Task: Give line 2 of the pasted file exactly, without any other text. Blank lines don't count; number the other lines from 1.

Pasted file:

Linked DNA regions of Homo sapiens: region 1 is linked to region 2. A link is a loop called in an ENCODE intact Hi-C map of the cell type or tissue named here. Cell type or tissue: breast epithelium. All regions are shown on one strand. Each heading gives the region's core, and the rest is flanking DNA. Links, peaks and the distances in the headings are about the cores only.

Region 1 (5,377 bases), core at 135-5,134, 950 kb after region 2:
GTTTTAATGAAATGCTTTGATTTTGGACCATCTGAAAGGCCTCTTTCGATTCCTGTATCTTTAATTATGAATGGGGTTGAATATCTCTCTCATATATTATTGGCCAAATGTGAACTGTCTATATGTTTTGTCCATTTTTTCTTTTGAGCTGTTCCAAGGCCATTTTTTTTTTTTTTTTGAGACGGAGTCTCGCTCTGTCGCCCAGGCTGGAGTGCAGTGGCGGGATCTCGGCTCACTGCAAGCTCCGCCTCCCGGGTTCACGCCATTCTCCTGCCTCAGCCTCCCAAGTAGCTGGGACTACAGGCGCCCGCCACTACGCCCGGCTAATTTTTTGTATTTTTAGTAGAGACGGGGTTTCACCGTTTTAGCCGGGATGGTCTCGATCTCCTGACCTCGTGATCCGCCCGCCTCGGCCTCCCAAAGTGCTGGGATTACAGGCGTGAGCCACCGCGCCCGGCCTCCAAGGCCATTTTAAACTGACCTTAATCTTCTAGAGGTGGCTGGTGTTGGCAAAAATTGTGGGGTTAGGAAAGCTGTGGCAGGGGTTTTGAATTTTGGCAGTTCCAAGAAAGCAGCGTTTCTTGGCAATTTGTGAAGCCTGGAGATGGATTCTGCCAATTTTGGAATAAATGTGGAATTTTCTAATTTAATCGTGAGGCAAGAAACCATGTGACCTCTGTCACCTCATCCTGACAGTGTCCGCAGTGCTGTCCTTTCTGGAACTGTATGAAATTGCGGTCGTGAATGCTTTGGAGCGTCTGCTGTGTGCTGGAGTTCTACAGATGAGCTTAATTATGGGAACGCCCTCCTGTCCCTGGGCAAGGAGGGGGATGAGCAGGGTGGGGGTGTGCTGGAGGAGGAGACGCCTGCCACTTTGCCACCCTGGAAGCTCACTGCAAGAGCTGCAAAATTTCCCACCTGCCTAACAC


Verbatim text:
Region 1 (5,377 bases), core at 135-5,134, 950 kb after region 2: